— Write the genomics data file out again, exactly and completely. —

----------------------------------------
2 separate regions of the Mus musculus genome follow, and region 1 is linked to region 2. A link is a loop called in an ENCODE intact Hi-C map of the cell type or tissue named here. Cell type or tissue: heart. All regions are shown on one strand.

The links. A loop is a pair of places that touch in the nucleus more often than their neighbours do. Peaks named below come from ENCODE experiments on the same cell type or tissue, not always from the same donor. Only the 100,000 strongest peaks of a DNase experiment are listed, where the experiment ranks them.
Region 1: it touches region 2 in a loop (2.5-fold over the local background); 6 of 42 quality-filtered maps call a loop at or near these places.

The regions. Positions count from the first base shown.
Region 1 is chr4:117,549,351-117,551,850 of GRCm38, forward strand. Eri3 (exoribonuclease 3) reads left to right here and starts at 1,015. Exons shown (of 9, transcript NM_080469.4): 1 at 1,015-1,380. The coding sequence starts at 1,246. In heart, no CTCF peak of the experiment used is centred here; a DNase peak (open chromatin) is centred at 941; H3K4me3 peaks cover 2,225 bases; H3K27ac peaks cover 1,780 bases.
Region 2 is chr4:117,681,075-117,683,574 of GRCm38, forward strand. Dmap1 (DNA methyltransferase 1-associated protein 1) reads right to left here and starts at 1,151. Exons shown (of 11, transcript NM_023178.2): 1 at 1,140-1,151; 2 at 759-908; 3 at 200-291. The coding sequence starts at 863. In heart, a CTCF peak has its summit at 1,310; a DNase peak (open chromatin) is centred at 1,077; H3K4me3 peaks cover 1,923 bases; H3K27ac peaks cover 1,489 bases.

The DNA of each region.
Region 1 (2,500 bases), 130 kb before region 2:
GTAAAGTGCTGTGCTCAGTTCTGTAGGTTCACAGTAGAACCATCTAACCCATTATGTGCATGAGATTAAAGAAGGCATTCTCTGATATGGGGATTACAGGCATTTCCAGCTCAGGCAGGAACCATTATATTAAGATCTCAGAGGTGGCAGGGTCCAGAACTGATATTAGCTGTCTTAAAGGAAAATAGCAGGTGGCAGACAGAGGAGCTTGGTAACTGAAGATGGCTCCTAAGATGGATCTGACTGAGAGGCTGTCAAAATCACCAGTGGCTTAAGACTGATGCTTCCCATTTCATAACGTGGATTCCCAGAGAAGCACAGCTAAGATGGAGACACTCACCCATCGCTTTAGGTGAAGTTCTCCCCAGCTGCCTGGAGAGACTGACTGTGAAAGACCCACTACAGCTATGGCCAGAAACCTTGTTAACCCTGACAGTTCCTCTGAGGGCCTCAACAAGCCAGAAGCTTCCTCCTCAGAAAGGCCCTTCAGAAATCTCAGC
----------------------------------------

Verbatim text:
2 separate regions of the Mus musculus genome follow, and region 1 is linked to region 2. A link is a loop called in an ENCODE intact Hi-C map of the cell type or tissue named here. Cell type or tissue: heart. All regions are shown on one strand.

The links. A loop is a pair of places that touch in the nucleus more often than their neighbours do. Peaks named below come from ENCODE experiments on the same cell type or tissue, not always from the same donor. Only the 100,000 strongest peaks of a DNase experiment are listed, where the experiment ranks them.
Region 1: it touches region 2 in a loop (2.5-fold over the local background); 6 of 42 quality-filtered maps call a loop at or near these places.

The regions. Positions count from the first base shown.
Region 1 is chr4:117,549,351-117,551,850 of GRCm38, forward strand. Eri3 (exoribonuclease 3) reads left to right here and starts at 1,015. Exons shown (of 9, transcript NM_080469.4): 1 at 1,015-1,380. The coding sequence starts at 1,246. In heart, no CTCF peak of the experiment used is centred here; a DNase peak (open chromatin) is centred at 941; H3K4me3 peaks cover 2,225 bases; H3K27ac peaks cover 1,780 bases.
Region 2 is chr4:117,681,075-117,683,574 of GRCm38, forward strand. Dmap1 (DNA methyltransferase 1-associated protein 1) reads right to left here and starts at 1,151. Exons shown (of 11, transcript NM_023178.2): 1 at 1,140-1,151; 2 at 759-908; 3 at 200-291. The coding sequence starts at 863. In heart, a CTCF peak has its summit at 1,310; a DNase peak (open chromatin) is centred at 1,077; H3K4me3 peaks cover 1,923 bases; H3K27ac peaks cover 1,489 bases.

The DNA of each region.
Region 1 (2,500 bases), 130 kb before region 2:
GTAAAGTGCTGTGCTCAGTTCTGTAGGTTCACAGTAGAACCATCTAACCCATTATGTGCATGAGATTAAAGAAGGCATTCTCTGATATGGGGATTACAGGCATTTCCAGCTCAGGCAGGAACCATTATATTAAGATCTCAGAGGTGGCAGGGTCCAGAACTGATATTAGCTGTCTTAAAGGAAAATAGCAGGTGGCAGACAGAGGAGCTTGGTAACTGAAGATGGCTCCTAAGATGGATCTGACTGAGAGGCTGTCAAAATCACCAGTGGCTTAAGACTGATGCTTCCCATTTCATAACGTGGATTCCCAGAGAAGCACAGCTAAGATGGAGACACTCACCCATCGCTTTAGGTGAAGTTCTCCCCAGCTGCCTGGAGAGACTGACTGTGAAAGACCCACTACAGCTATGGCCAGAAACCTTGTTAACCCTGACAGTTCCTCTGAGGGCCTCAACAAGCCAGAAGCTTCCTCCTCAGAAAGGCCCTTCAGAAATCTCAGC